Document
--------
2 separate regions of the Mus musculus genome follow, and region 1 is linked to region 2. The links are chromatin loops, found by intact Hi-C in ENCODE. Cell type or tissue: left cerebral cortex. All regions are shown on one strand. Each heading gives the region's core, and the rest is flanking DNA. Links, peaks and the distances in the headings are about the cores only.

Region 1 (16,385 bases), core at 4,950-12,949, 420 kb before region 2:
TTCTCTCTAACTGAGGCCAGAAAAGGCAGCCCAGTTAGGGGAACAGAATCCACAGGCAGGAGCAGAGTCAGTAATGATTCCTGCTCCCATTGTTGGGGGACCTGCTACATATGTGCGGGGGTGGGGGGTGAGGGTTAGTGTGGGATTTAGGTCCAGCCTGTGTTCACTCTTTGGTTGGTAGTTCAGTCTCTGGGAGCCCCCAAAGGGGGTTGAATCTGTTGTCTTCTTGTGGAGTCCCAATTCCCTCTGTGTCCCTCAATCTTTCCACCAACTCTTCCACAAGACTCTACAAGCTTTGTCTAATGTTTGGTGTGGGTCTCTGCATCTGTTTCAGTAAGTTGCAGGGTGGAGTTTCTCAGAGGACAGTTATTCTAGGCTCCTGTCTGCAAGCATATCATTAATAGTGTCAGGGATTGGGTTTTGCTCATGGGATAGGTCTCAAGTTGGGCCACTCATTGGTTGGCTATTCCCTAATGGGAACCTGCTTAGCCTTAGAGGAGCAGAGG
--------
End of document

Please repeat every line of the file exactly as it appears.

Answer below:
2 separate regions of the Mus musculus genome follow, and region 1 is linked to region 2. The links are chromatin loops, found by intact Hi-C in ENCODE. Cell type or tissue: left cerebral cortex. All regions are shown on one strand. Each heading gives the region's core, and the rest is flanking DNA. Links, peaks and the distances in the headings are about the cores only.

Region 1 (16,385 bases), core at 4,950-12,949, 420 kb before region 2:
TTCTCTCTAACTGAGGCCAGAAAAGGCAGCCCAGTTAGGGGAACAGAATCCACAGGCAGGAGCAGAGTCAGTAATGATTCCTGCTCCCATTGTTGGGGGACCTGCTACATATGTGCGGGGGTGGGGGGTGAGGGTTAGTGTGGGATTTAGGTCCAGCCTGTGTTCACTCTTTGGTTGGTAGTTCAGTCTCTGGGAGCCCCCAAAGGGGGTTGAATCTGTTGTCTTCTTGTGGAGTCCCAATTCCCTCTGTGTCCCTCAATCTTTCCACCAACTCTTCCACAAGACTCTACAAGCTTTGTCTAATGTTTGGTGTGGGTCTCTGCATCTGTTTCAGTAAGTTGCAGGGTGGAGTTTCTCAGAGGACAGTTATTCTAGGCTCCTGTCTGCAAGCATATCATTAATAGTGTCAGGGATTGGGTTTTGCTCATGGGATAGGTCTCAAGTTGGGCCACTCATTGGTTGGCTATTCCCTAATGGGAACCTGCTTAGCCTTAGAGGAGCAGAGG